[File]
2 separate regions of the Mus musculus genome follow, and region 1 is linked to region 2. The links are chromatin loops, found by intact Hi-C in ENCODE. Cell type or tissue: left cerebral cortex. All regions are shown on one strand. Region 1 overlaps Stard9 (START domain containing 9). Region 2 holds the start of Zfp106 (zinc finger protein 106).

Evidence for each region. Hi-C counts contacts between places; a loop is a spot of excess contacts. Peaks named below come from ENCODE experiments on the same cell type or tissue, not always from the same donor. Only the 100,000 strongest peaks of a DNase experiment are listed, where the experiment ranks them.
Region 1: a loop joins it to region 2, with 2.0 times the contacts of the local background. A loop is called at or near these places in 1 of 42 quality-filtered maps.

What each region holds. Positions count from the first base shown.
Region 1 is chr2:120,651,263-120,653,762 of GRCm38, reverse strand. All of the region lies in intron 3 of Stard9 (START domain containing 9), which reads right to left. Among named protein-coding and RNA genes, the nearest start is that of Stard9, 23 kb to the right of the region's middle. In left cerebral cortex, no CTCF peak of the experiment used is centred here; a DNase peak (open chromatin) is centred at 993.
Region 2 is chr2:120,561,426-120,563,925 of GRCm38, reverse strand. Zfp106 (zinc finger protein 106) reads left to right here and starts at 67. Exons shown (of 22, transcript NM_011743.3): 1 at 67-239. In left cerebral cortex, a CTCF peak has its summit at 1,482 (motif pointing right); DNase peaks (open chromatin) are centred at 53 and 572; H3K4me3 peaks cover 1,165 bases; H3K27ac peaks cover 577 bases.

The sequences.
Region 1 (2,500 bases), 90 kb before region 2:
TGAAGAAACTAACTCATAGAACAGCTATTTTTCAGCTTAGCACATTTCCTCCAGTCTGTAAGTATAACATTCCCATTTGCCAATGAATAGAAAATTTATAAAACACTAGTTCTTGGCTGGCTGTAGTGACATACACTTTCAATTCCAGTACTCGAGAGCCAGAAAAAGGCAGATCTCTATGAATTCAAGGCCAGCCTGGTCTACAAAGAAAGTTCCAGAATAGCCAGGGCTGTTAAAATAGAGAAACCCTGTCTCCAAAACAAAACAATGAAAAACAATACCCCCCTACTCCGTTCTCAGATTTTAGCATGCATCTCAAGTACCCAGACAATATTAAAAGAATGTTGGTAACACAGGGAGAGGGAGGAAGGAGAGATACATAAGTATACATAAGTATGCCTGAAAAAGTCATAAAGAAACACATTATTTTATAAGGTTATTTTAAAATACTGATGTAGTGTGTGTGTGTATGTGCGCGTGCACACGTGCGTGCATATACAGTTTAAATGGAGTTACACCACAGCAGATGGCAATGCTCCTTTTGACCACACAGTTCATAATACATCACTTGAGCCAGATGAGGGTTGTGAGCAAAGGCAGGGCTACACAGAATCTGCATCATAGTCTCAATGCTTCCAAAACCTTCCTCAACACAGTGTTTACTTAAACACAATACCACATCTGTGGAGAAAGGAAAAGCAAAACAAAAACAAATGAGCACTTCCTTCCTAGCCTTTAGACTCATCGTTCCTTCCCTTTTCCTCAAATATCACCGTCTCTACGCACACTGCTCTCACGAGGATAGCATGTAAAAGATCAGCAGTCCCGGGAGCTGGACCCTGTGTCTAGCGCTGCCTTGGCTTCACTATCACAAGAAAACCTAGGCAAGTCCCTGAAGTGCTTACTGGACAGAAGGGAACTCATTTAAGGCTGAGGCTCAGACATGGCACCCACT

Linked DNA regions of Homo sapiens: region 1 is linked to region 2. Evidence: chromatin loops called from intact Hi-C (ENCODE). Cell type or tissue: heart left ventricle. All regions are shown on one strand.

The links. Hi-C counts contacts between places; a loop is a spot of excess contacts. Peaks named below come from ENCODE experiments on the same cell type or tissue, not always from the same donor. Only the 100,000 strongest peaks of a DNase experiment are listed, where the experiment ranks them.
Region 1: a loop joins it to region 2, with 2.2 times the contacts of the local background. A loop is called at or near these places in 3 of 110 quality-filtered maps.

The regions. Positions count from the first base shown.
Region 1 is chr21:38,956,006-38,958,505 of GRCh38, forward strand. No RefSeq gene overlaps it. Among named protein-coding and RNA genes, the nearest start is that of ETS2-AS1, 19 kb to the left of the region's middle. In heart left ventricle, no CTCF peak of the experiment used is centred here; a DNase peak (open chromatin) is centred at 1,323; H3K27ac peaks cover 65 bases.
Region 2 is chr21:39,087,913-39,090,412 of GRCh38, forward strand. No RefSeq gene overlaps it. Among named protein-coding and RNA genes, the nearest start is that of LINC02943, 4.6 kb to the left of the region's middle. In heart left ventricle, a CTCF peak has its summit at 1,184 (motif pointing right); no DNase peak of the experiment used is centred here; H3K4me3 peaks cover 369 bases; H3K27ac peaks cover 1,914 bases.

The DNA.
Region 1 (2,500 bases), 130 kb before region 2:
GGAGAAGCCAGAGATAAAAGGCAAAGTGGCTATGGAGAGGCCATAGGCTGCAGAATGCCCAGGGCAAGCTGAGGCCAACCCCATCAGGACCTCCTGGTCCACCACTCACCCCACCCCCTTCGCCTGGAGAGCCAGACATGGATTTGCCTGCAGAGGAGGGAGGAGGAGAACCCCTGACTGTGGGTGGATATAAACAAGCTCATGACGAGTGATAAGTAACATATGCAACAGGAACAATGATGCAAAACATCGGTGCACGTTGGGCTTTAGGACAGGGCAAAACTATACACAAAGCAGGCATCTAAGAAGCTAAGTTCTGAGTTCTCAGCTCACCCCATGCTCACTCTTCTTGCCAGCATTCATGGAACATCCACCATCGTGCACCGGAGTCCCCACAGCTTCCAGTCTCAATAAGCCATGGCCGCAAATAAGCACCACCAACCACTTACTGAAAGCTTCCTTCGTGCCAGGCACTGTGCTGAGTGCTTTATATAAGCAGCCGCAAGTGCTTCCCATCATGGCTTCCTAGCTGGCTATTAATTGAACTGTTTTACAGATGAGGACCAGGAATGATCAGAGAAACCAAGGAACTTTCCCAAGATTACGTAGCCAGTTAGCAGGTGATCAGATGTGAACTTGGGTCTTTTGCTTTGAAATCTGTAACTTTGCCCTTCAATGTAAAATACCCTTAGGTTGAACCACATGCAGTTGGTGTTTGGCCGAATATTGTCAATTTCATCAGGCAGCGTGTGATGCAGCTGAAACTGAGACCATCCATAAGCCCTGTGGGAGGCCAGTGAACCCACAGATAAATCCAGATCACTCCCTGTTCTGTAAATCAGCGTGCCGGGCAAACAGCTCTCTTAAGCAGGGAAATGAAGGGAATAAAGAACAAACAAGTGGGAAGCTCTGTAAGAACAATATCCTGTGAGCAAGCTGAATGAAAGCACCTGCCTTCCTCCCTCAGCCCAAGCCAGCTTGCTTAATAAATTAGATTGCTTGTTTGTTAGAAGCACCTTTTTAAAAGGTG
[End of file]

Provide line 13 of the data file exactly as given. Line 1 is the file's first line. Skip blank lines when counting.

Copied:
The regions. Positions count from the first base shown.